Laurie's fifth book, From Products to Services: Insights and experience from companies which have embraced the service economy (Wiley, 2008), written with Beverley Burgess, draws on case studies of many leading international companies to trace the steps manufacturing businesses go through to become successful service providers. His next book, "Marketing Technology as a Service: Proven techniques that create value" was published in April 2010, attracting widespread interest in Europe, the US and in Asia. With the growth of interest in the service economy of the region as a whole, and particularly in China, Laurie was approached to speak at events in Hong Kong, Singapore and Beijing, and a Chinese language edition of From Products to Services is now available. Laurie once told me that a Chinese businessman Mr Zhang Ruimin, CEO and Chairman, Haier Group, Beijing had contacted him about the book and ordered copies for every one of his staff.  Encouraged by the book Haier accelerated its changeover from a traditional product-driven to a more customer-centric company.

Marketing Technology as a Service (Wiley 2010) also written with Beverley Burgess, was considered another major contribution to technology companies for the cultivation of service. My friend Rae Sedel, MD, Global Technology Practice, Russell Reynolds Associates said “Young and Burgess describe a shift in mind set and pragmatic techniques needs worldwide that are quite doable.”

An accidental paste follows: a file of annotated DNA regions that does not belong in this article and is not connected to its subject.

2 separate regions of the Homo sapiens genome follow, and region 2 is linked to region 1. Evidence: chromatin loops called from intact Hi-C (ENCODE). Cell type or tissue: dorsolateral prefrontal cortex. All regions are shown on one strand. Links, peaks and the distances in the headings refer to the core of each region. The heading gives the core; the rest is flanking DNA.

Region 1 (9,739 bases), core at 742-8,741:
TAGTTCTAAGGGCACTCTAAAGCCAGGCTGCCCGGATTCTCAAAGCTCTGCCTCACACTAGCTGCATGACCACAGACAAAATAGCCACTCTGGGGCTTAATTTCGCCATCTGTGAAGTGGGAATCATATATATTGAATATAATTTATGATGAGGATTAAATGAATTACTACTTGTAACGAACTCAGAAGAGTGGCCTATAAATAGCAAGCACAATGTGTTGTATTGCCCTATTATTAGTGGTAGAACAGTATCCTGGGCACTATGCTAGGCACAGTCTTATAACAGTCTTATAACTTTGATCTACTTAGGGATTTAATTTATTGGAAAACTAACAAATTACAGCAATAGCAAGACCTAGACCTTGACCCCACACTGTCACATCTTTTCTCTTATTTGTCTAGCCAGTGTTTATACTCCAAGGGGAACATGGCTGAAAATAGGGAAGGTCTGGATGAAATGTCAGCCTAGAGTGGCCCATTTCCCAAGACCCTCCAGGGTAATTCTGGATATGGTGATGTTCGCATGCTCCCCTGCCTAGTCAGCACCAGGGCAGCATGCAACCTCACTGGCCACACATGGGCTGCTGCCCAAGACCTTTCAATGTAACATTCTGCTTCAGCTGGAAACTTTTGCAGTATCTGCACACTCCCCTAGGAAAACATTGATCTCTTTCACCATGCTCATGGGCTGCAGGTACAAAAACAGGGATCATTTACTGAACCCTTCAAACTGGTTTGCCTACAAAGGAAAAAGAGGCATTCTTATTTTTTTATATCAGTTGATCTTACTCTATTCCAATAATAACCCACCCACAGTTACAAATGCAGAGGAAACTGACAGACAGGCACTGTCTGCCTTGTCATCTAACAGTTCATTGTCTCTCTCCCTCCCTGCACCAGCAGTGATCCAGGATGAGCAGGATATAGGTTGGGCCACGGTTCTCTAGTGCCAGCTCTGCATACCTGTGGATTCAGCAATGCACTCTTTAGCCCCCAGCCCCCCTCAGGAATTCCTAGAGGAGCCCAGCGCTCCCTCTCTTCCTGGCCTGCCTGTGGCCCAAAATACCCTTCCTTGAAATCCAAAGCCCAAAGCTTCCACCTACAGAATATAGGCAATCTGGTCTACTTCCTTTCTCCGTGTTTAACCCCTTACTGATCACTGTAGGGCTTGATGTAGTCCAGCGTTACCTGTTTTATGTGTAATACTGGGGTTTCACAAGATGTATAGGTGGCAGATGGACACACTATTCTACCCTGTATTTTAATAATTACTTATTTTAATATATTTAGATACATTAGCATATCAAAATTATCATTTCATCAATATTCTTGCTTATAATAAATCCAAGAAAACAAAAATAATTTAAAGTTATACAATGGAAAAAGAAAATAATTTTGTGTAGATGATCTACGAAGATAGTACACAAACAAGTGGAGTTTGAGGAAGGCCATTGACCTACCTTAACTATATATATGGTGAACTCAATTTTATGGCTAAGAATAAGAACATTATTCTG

The Marketer's Handbook (Wiley 2011) reassesses well known marketing techniques for today's businesses, unveiling the truths and misconceptions behind such techniques. His latest book Thought Leadership is about to be published. He offered me a pre-production copy last week but I said I had ordered it direct from the publisher and so I lost the chance to receive a signed copy from him.

Laurie Young was a specialist in the marketing and selling of services. His management career was primarily in the technology and professional services sectors where he became well-known and respected.  His career included a number of jobs which required marketing skills to be applied to companies in the midst of dramatic change. For instance, in 1984/5 he was Executive Assistant to the then Deputy Chairman of British Telecom, Deryk Van der Weyer, the director in charge of BT’s privatisation. Later, as Director of Service Marketing at Unisys, Laurie was responsible for marketing and repackaging a range of services after a collapse of product margins in the worldwide computer industry. In 1999 Laurie was invited to be the global marketing partner of PricewaterhouseCoopers’ $2 billion Corporate Finance division when it was considering disinvestment as a result of radical regulatory change. Laurie also founded, built and sold his own professional service company specialising in services marketing. This grew to a vibrant mid-sized boutique with offices in London, Paris and Stockholm, without borrowings or acquisition. It was bought by Ogilvy & Mather, on behalf of WPP.